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Fischer vs. Spassky (1992) - `The Revenge Match of the Twentieth Century`
2 pins / znacke
2 komada / pieces
r = 2 cm
Fischer and Spassky Ready to Play Chess Not Far From a War
By ROGER COHEN
Published: August 31, 1992
Even by his own eccentric standards, the reclusive American chess genius Bobby Fischer has come up with something seriously weird in agreeing to make a comeback against his old rival Boris Spassky at this coastal resort just 70 miles from the carnage of the Balkan war.
Defying United States Government threats of stiff fines or even long imprisonment for breaking the current United Nations sanctions on Yugoslavia, Mr. Fischer has holed up in a medieval fort-turned-hotel overlooking the clear waters of the Adriatic. His heavily guarded suite, No. 118, is known as Villa Sophia because Sophia Loren once stayed here.
If Mr. Fischer, famous for flirting with commitments and then backing off, does indeed start the first game as scheduled on Wednesday, it will be the first time he has played in public since he won the world championship from Mr. Spassky 20 years ago in a match that narrowed the cold war to a chessboard and held the world riveted.
Surrounded by olive trees, pines, oleander and palm trees, Mr. Fischer, who is 49 years old, is shielded from even the faintest echo of the nearby fighting in Bosnia and Herzegovina by the encircling mountains. Since arriving a month ago, he has spent most of his time in his rooms preparing for the match, though he did, the hotel staff said, allow himself a respite with his chess-playing, 18-year-old Hungarian girlfriend, Zita Rajcszanyi.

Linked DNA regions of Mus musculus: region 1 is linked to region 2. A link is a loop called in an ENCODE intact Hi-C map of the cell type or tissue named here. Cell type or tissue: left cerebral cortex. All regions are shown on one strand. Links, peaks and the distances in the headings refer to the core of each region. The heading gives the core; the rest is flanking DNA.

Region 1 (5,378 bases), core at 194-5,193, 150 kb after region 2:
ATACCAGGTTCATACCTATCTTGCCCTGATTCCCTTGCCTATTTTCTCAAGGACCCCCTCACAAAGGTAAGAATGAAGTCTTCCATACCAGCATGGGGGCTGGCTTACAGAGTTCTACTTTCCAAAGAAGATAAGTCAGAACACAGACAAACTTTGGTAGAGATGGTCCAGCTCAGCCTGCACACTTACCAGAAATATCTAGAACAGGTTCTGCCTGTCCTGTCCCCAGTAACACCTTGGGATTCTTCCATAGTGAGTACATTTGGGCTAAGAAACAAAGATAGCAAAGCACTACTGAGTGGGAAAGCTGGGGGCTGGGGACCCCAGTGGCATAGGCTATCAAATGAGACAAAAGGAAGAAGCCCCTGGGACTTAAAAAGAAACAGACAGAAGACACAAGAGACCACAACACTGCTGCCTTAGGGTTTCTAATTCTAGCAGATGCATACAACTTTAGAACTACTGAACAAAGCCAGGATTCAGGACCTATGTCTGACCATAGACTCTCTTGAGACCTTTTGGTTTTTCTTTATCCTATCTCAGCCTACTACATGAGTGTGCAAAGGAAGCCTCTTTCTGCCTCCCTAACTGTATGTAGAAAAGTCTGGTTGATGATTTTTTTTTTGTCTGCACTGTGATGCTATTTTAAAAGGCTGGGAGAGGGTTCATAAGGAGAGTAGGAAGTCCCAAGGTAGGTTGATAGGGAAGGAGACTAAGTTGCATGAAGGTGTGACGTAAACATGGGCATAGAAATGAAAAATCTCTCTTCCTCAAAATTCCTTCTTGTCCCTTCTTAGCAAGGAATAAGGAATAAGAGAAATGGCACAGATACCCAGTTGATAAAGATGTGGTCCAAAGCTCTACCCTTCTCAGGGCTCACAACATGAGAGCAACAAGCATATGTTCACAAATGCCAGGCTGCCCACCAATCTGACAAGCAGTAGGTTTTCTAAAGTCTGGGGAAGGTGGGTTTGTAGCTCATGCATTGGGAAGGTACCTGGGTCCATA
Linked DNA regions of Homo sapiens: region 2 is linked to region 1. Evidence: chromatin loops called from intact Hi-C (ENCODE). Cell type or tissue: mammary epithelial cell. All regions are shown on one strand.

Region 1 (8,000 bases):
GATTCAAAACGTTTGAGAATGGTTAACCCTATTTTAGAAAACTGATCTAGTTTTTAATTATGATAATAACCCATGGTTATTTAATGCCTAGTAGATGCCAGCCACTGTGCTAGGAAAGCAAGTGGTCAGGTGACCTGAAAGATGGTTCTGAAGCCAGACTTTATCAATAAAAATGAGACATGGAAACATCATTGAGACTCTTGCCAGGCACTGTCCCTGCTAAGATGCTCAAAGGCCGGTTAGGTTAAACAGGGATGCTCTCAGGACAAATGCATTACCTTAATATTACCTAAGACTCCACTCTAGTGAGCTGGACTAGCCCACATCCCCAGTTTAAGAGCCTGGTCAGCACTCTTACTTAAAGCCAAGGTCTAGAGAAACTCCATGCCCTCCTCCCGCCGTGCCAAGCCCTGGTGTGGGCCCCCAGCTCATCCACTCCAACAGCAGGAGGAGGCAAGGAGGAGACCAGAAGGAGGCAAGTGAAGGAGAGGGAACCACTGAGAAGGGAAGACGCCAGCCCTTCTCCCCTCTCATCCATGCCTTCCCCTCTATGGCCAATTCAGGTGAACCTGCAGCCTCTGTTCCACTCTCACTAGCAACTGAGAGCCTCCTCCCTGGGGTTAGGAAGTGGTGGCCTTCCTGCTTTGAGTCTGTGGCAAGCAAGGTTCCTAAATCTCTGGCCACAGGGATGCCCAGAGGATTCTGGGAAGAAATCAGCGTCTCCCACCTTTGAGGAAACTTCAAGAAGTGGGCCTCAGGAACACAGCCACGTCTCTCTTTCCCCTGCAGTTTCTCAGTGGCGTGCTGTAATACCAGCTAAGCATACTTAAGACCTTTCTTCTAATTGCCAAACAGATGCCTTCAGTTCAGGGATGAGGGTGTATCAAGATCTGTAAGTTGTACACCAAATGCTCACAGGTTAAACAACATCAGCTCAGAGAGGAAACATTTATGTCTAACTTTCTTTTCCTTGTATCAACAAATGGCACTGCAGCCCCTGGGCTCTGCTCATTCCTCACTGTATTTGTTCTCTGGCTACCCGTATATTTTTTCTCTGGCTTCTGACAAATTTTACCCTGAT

Washington is trying to stop him from playing. American officials in Belgrade said they had written repeatedly to Mr. Fischer`s hotel warning him that he could be fined as much as $250,000 or go to prison for up to 10 years if he plays. The match, with total prize money of $5 million, is considered a business transaction by the United States Treasury and so a breach of the sanctions.
The American officials said they had received no response. Mr. Fischer, the Yugoslav organizers of the match say, is not unduly concerned by the views of Washington. `Mr. Fischer can stay here for the next 10 years,` said Klara Mandic, a close friend of the Belgrade-based businessman who arranged the encounter. Mr. Spassky, who has French citizenship and whose family lives outside Paris, has apparently not been pressed on the issue by the French Government.
Posters, banners and T-shirts throughout this resort, which was much favored by the former Yugoslav Communist leader Marshal Tito, proclaim the match `the world chess championship revenge match of the 20th century.` It is, in fact, merely an exhibition match, albeit an extraordinary one. Refused to Defend Title
Mr. Fischer forfeited the world title in 1975, three years after his victory over Mr. Spassky in Reykjavik, Iceland, by refusing to defend it against Anatoly Karpov of the Soviet Union. He was the first world champion to give up the title without losing. The current champion, Gary Kasparov, has dismissed the new Fischer-Spassky encounter as a crassly commercial matching of two has-beens.